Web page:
3 February 2011
A new series of books from Bodleian Library Publishing illustrate how the private photograph radically democratised portraiture in the early twentieth century.
In 1902, the post office allowed personal messages as well as addresses on the backs of postcards. In addition, the proliferation of photographic studios and the mass production of the Box Brownie meant that, for the first time, ‘ordinary’ people could afford to own their portraits, and to have them replicated as a photo postcard for only a penny a card. An industry was born. Within the studio, individuals could choose how they were presented through a variety of dramatic props, theatrical backdrops or costumes.
Over 50,000 photographic postcards from this era (1900-1950) have been collected and thematically arranged by the artist Tom Phillips. This archive, recently acquired by the Bodleian Library, is now featured in a series of books, designed and assembled by Tom Phillips. Vivid and diverting as individual albums, the publications are a unique contribution to both social history and the history of photography.
The first two titles in the series bring together images of Readers and Women & Hats and include a foreword by a well-known commentator. Speaking about the images in Readers, the novelist David Lodge says, ‘Some are naïve, others artfully contrived, but they all provide invaluable clues to the way people lived in the past.’ In his foreword in Women & Hats, the milliner Philip Treacy says, ‘thinking of the pleasure these images have given me since I pinned them up on boards all round my studio, I say hats off to past hatters and the poetry of hats and the lovely wearers of hats gone by!’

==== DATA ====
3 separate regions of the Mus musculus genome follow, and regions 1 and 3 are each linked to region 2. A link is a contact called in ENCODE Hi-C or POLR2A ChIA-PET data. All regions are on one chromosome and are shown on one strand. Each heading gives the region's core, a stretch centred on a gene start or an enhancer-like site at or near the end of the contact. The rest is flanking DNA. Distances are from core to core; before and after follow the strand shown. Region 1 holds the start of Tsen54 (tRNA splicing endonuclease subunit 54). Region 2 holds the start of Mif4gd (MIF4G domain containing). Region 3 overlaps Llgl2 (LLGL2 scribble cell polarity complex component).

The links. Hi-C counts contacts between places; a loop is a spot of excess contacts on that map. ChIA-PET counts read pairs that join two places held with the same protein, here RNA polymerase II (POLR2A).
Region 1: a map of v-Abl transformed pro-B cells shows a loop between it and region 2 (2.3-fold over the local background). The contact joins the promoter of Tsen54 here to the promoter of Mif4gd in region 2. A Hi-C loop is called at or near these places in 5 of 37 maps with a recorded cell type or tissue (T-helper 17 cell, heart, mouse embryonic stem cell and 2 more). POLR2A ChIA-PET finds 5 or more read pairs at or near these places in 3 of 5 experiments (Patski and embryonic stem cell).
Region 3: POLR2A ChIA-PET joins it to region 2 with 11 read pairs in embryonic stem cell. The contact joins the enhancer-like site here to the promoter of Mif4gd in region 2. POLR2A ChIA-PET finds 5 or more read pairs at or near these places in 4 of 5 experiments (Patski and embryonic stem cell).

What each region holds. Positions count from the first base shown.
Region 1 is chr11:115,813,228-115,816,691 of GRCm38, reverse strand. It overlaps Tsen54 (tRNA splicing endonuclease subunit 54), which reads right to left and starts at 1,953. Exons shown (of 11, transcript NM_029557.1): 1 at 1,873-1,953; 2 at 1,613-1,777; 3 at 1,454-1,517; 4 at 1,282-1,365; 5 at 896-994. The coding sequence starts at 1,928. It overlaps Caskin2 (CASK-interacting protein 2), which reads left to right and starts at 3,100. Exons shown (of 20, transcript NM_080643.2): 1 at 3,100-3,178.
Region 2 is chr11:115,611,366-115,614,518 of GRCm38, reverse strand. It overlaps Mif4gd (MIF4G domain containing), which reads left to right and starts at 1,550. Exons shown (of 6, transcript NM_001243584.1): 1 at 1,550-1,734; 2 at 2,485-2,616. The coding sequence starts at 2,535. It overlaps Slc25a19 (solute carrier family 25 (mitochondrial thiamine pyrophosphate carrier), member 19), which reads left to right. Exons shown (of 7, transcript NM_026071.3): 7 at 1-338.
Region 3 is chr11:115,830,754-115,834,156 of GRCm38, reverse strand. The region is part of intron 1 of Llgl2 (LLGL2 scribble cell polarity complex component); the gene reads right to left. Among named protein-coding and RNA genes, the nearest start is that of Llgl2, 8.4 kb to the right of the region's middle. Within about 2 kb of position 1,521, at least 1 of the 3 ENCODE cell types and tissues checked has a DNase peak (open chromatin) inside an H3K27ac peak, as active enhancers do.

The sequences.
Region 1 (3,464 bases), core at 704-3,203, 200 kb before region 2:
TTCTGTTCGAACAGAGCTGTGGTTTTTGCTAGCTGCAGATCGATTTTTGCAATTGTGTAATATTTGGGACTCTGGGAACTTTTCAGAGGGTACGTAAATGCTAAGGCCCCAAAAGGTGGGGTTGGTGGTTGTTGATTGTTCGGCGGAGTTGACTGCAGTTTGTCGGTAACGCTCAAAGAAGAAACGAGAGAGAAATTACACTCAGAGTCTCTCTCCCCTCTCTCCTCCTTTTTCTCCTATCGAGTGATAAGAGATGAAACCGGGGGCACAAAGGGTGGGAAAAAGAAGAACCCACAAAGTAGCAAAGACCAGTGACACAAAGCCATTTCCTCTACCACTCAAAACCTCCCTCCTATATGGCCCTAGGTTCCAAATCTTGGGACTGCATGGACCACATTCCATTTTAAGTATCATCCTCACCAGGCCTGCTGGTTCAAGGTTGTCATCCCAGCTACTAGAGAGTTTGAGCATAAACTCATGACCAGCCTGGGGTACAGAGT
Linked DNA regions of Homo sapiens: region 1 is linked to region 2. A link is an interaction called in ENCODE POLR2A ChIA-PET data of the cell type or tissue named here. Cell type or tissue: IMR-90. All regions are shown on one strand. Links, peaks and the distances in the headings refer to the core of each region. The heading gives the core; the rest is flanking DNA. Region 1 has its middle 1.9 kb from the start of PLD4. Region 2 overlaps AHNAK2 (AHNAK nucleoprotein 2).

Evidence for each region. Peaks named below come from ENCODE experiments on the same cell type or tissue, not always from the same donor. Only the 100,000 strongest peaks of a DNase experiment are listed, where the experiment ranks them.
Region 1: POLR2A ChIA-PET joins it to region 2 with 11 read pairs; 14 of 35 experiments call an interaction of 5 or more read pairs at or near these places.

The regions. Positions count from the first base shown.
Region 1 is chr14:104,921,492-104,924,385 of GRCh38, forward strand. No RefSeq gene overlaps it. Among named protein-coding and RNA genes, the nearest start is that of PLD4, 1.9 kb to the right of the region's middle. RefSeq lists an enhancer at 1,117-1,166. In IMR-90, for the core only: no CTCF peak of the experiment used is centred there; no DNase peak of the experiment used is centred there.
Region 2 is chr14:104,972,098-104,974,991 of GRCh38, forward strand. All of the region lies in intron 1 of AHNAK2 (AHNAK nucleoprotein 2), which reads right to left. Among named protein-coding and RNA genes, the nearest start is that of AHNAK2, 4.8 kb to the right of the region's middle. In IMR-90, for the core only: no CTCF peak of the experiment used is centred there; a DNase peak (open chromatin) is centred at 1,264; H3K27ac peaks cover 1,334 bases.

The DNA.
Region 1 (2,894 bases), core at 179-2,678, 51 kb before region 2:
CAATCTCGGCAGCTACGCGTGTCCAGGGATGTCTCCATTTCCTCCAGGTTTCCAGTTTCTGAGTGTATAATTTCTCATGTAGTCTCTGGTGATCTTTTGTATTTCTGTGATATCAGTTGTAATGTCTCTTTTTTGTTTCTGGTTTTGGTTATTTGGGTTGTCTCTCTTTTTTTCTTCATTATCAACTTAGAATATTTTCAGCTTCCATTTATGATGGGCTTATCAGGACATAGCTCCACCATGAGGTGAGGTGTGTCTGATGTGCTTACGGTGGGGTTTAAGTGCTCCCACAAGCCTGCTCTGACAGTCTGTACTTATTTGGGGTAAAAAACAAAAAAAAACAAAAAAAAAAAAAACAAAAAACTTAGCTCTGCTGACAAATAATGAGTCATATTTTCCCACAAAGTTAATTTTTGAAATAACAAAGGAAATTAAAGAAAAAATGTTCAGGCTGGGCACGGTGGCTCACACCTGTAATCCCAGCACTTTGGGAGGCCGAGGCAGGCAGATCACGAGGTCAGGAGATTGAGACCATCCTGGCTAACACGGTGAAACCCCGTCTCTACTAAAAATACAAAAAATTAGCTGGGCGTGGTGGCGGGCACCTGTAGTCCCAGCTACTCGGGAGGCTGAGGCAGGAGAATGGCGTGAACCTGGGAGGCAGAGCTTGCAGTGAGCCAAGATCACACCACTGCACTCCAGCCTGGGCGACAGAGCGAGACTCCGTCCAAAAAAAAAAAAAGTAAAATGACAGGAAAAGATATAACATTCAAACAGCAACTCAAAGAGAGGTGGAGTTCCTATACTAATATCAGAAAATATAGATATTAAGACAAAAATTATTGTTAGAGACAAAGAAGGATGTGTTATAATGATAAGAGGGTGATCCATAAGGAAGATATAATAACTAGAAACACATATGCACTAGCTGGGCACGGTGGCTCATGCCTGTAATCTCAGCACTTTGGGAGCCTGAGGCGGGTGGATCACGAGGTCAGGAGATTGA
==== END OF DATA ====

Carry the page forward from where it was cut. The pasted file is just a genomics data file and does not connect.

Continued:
For each title, Tom Phillips has painted a unique Humument, his signature artwork of a treated book, which is reproduced on the back cover.
Speaking about the Collection, Richard Ovenden, Associate Director and Keeper of Special Collections at the Bodleian Library, said, ‘Tom Phillips is a great collector and curator. His collection of photo-postcards is one of the best in the world, having been built up through the painstaking search for postcards over a period of thirty years. Through his collection, Tom has created a window onto a lost world, one where the lives of ordinary people were revealed for the first time through the phenomenon of the photographic postcard.’
The next two titles in the series are Weddings and Bicycles, due for publication in May.